- Bordeaux’s Extraordinary New Cité du Vin
- A Downton Abbey Wine Companion
- What's the Best Wine for Indian Food?
- Presenting Firstleaf for Wine Lovers!
- How Sommeliers Convince People to Try Sherry
- What It Takes to Become the Best Sommelier in the World
- Best Super Bowl Chicken Wings and Beers
- What to Drink with Cassoulet
- 5 Pink Sparkling Wines for Valentine's Day
- 7 Top Sparkling Wines of 2014
Tempranillo, the signature red grape of Spain, is also one of those varieties that underscores why people find wine so perplexing at times. It is, of course, Tempranillo; but depending on where you are, the grape is also known as Aragones, Cencibel, Santo Stefano, Tinta de Nava, Tinta del Pais, Tinta Roriz, Ull de Llebre and about 20 other names. It's a little like being named Bob, but upon being introduced to people saying, "Oh, but in Dallas I'm known as Stan, and in Denver I'm known as Vladimir, and of course in Vancouver I'm known as Enrico the Magnificent." In other words, confusing.
Thankfully, most of the time Tempranillo is just Tempranillo. It produces brightly fruity, often lightly spicy reds—the most familiar example being the wines of Rioja (where it's usually blended with smaller amounts of up to three other grapes, Garnacha, Mazuelo and Graciano). There are more than 500,000 acres of Tempranillo planted around the world, so it's not exactly elusive; and, in fact, in addition to Spain, there are winemakers making Tempranillo-based wines in a plethora of countries: the US, Italy, New Zealand, Australia, France, Portugal, even Thailand (though no Thai Tempranillo is imported to the US that I've ever heard of). It's terrifically food-friendly in general, and, conveniently, there are also quite a few good Tempranillos out there that won't set you back more than $15 or so. Here are a few bargains to look for, plus one of the best versions from California.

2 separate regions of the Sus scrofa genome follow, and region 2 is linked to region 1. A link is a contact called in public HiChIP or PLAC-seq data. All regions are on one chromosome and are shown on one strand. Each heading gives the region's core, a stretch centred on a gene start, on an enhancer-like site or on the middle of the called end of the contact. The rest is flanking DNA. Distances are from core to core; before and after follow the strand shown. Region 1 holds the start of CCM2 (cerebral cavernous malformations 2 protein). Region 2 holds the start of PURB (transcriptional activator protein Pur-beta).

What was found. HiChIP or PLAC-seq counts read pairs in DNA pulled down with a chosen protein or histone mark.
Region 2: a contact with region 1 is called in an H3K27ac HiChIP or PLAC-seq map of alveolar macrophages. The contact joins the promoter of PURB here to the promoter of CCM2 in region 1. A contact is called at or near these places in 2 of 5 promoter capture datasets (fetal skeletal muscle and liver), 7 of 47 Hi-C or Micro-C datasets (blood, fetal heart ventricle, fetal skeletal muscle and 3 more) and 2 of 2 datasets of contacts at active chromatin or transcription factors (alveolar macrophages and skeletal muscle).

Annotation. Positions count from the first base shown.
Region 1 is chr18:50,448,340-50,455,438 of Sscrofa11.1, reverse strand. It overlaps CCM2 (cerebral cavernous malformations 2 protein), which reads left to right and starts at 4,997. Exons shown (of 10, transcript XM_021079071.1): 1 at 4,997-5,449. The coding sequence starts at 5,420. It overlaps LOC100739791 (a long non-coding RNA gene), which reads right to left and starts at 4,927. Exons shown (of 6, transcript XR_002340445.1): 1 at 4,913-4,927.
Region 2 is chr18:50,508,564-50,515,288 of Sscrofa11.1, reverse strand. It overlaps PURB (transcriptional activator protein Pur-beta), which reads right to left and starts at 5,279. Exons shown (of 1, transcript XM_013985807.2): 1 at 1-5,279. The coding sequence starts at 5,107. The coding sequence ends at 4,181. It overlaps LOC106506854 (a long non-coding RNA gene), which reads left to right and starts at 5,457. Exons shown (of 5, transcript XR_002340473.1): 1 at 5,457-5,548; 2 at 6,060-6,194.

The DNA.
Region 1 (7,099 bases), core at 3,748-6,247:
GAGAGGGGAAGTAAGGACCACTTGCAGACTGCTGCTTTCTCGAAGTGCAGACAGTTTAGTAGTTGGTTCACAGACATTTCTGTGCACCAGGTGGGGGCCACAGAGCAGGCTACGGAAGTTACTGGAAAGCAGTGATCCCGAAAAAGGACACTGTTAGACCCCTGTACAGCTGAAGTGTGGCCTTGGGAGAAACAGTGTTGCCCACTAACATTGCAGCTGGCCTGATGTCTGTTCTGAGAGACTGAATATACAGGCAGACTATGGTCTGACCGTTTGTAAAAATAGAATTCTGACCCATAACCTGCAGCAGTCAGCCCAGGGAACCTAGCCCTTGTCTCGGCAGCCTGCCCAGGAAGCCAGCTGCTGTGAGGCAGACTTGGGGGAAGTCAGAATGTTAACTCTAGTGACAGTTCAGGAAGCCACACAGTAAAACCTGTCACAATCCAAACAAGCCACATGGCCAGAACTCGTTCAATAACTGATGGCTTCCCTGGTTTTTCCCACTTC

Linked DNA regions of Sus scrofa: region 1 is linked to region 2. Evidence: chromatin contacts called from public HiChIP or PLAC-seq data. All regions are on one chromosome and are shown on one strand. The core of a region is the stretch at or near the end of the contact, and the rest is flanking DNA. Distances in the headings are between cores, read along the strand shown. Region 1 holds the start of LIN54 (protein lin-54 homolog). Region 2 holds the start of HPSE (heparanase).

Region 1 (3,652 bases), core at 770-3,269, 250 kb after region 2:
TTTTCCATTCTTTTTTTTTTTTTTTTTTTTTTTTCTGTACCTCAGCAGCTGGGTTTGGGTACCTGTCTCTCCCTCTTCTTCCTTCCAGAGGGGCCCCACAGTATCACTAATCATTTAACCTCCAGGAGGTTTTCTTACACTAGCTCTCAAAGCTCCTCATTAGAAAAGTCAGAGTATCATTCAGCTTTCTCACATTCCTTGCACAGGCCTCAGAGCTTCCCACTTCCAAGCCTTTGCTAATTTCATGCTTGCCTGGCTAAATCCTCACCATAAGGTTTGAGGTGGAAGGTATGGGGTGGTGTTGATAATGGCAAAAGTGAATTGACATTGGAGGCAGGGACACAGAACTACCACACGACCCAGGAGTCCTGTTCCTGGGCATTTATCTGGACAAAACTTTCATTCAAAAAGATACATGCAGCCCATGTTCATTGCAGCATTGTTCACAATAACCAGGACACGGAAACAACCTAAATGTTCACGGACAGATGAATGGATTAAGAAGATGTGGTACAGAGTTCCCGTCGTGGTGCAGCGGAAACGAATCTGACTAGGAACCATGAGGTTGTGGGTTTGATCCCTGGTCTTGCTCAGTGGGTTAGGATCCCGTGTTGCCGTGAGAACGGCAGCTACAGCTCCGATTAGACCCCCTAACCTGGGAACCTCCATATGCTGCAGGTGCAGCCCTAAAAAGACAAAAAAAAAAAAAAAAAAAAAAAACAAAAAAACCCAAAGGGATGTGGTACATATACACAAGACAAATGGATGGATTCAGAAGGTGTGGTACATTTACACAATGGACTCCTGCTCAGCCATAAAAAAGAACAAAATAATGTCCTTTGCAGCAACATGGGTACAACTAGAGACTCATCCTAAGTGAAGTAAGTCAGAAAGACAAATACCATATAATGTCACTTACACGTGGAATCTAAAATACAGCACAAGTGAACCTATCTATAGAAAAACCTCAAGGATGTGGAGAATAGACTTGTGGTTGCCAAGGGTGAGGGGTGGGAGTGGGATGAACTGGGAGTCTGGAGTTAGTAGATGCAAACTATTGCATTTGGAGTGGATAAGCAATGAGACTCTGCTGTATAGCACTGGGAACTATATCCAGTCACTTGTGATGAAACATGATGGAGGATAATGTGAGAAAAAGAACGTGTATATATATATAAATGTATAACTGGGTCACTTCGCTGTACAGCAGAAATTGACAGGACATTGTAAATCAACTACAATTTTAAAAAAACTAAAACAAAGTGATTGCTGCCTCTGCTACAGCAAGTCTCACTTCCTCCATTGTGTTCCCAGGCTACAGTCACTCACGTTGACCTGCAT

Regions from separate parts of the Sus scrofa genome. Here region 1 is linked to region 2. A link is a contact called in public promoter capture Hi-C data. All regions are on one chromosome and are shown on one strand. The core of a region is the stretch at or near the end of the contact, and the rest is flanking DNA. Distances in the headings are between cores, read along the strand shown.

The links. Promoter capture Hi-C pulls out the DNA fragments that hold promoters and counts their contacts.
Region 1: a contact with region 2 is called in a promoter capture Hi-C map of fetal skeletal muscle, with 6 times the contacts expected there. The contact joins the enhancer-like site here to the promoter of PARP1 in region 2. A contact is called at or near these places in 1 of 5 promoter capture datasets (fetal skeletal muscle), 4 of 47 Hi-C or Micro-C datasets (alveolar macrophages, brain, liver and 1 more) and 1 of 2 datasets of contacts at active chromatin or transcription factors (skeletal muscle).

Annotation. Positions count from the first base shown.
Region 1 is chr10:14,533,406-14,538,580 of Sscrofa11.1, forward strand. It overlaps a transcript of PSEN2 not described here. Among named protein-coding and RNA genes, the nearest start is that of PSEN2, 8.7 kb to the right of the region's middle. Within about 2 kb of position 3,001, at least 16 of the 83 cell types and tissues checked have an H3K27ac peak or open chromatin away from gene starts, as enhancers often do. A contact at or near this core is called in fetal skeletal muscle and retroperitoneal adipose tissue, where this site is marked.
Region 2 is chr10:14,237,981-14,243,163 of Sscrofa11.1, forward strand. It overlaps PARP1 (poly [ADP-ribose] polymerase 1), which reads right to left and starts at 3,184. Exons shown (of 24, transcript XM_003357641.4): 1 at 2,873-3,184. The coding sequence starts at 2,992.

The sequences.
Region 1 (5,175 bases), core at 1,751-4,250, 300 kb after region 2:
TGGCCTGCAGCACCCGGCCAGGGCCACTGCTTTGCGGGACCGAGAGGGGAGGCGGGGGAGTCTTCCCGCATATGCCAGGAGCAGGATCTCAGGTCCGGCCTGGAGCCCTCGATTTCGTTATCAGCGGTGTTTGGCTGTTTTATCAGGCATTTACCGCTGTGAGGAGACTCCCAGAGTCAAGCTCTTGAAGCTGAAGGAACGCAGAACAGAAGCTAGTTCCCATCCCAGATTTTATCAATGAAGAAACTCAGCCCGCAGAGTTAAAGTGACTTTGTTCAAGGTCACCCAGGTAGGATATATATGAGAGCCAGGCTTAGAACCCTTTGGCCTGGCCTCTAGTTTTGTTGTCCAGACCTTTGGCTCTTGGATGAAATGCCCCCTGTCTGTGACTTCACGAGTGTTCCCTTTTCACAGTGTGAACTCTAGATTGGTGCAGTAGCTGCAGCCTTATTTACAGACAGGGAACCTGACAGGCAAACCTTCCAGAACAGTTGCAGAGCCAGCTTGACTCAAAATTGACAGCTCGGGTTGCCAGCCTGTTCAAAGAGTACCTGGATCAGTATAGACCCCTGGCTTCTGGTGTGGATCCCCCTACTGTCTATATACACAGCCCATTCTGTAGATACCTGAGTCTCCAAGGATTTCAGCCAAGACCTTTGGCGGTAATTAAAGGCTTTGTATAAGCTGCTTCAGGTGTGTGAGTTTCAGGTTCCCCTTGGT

2010 Vega Sindoa Tempranillo Navarra ($9) The Navarra region is less well known than its neighbor to the south, Rioja, but it's a very good source for Spanish bargains—this juicy red being one of them.
2009 El Coto Rioja Crianza ($12) A tasty, cherry-accented Rioja that's 100 percent Tempranillo, it's aged for 12 months in oak barrels, which is the requirement for Crianza Riojas.
2011 O. Fournier Urban Uco Mendoza Tempranillo ($13) O. Fournier, which makes wines in Chile, Argentina and Spain, produces this lively, red-fruited bottling from vineyards in Argentina's Mendoza Region (they also make a Malbec-Tempranillo blend which is also quite good, and sometimes easier to find).
2010 Ramón Bilbao Rioja Crianza ($15) A little darker and riper than the El Coto above, this also has a touch more new American oak; it would be ideal with herb-roasted leg of lamb.
2009 Truchard Vineyards Tempranillo ($28) California versions of Tempranillo rarely come in under $25 or so, unfortunately. But for anyone willing to spend a little more, this layered bottling from Napa Valley's Truchard Vineyards, with its wild berry and spice notes, is well worth the price.